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Best price guarantee Best price guarantee
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Best price guarantee

We want you to pay the lowest possible rate for your room. If you have reserved a hotel room through Agoda, and then show us that you could book the same room, for the same dates, at a lower rate, that is viewable and bookable on another website, agoda will either match that rate or beat it.

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Mekong River Links Laos, Myanmar… and China 07 Mar 2013 Deal | 2 comments

Laos is landlocked, which is to say the only way out on the ground is through other countries... it is in the middle, in other words.


Photo credit: Prince Roy / Foter.com / CC BY

Throughout its history, the surrounding Southeast Asian countries more often found their way in… uninvited. A 16th-century army from Burma was one of many such intruders. Today, Laos and Myanmar (Burma) find themselves in a familiar position: in the middle.

However, this time a burgeoning regional economy is bubbling around—and increasingly, within—them, and global powers are currying favor with them for strategic reasons. For the two countries, it is a great time to be alive and independent.

From invaded to invited

Laos is sandwiched between China and Myanmar (Burma) on the north, Vietnam on the east, Cambodia on the south and Thailand on the west. It is trying to move from being invaded by its neighbors to being invited as a partner into economic development projects.

A physical example of this new linkage is a “Friendship Bridge” to be built over the Mekong River to Myanmar (Burma), which shares a 235-kilometer stretch of the Mekong as a natural border. The USD18 million, 690-meter-long bridge that enters Myanmar in Shan State holds promise of encouraging commercial and tourist traffic between the two countries. Ground was broken for the project in February 2013 with completion to occur in 2015.


Photo credit: preetamrai / Foter.com / CC BY

Big Regional Player

The big neighbor to the north, China, is regional player number 1, of course. Beijing is trying its best to insinuate itself into the Laotian economy and policymaking councils through massive financial support. In 2010, China became the top foreign investor in Laos, investing some USD345 million for mining, hydropower and agriculture projects. That same year, bilateral trade topped the USD 1 billion mark.

Look at some of the projects along the Mekong in Laos that China decided were in its vital interest:

  • Dredging the Mekong River between Myanmar (Burma) and Laos to extend the navigable waterway that starts in China. It cost the Chinese some USD40 million.
  • Building a 300-kilometer road in the Laos along the same river area to enhance Laotian security in the unstable Golden Triangle region that spans a chunk of Southeast Asia.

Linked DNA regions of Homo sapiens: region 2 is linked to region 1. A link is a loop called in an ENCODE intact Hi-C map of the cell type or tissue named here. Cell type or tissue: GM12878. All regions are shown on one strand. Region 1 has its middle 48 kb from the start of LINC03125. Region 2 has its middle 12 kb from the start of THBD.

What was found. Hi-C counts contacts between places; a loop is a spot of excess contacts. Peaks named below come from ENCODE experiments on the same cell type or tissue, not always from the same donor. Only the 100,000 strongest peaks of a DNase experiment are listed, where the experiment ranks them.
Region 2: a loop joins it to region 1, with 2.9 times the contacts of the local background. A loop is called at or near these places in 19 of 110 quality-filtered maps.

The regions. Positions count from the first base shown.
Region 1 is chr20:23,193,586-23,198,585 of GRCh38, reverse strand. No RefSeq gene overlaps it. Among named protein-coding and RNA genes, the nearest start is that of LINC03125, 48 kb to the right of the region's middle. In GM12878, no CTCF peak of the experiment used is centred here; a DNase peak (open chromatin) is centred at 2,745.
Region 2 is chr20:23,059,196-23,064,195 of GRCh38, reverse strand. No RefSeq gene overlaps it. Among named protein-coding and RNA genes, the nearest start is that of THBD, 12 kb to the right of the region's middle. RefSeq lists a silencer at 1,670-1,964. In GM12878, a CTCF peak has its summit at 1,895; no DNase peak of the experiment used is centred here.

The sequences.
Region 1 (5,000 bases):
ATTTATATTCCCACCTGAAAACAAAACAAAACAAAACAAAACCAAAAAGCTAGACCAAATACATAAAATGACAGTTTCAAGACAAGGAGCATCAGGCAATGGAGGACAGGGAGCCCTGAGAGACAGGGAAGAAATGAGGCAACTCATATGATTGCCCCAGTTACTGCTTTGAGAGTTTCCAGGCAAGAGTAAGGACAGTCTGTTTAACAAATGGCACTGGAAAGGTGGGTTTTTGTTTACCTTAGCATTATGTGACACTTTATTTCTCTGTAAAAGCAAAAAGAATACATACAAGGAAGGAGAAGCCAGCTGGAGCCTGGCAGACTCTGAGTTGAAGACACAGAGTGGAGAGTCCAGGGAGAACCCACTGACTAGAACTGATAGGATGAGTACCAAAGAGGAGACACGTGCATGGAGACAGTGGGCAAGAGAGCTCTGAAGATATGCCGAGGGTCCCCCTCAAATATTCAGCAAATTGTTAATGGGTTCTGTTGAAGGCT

• Jointly patrolling (with Myanmar, Laos, and Thailand) the Mekong to combat pirates that harass shipping, including Chinese shipping.
  • Building hydropower dams in the lower stretches of the Mekong River, as many as nine of them. The construction of the hydropower structures by Chinese contractors is criticized by downstream Mekong users including Cambodia and Vietnam. Consequently, the most controversial dam is on hold and the United States has intervened to help Laos study the dam’s environmental impact.

U.S. intervening

In this and other ways, the U.S. is trying to offset some of the Chinese influence in Laos. It has resisted offering wholesale foreign aid because of concerns about the Laotian government’s treatment of the indigenous Hmong ethnic group, most of whom were allied with America during the Vietnam conflict. But that is apt to change.

In regards to the Mekong region in particular, the U.S., South Korea, and Japan have pledged to support a Friends of the Lower Mekong network of countries in Southeast Asia, which includes Myanmar (Burma). A USD50 million initiative to bolster Mekong development was announced in 2012.

Though Laos and Myanmar (Burma) have received lots of money from China, the interest shown by the U.S. seems welcomed as a counterbalance to China. Both countries are leery of domination by the Chinese and, in the case of Laos, by the Vietnamese. Laos and Myanmar (Burma) are still in the middle but, this time, they want to control their own destinies.


For more insight into the workings of the Burmese economy and political climate - be sure to check out our section on Business in Myanmar (Burma).

What do the travelers say?

Bluesky, United States
March 07, 2013
China must be there. Mekong River starts in China, then flows thru Myanmar/Laos and lawless Golden Triangle. China just executed a Myanmar drug lord and his gang, whom in 2011 attacked 2 Chinese ships & killed 13 Chinese. Deadliest modern day attack on Chinese people - mekong is a problem for China
JWalters, United States
March 08, 2013
Myanmar has also increased its status in the Mekong River Commission to a permanent member, so will be interesting to see how it affects the dynamic of the Commission. Traveling on the Mekong in Laos can be a complicated venture, so the bridge may be really helpful for travelers.

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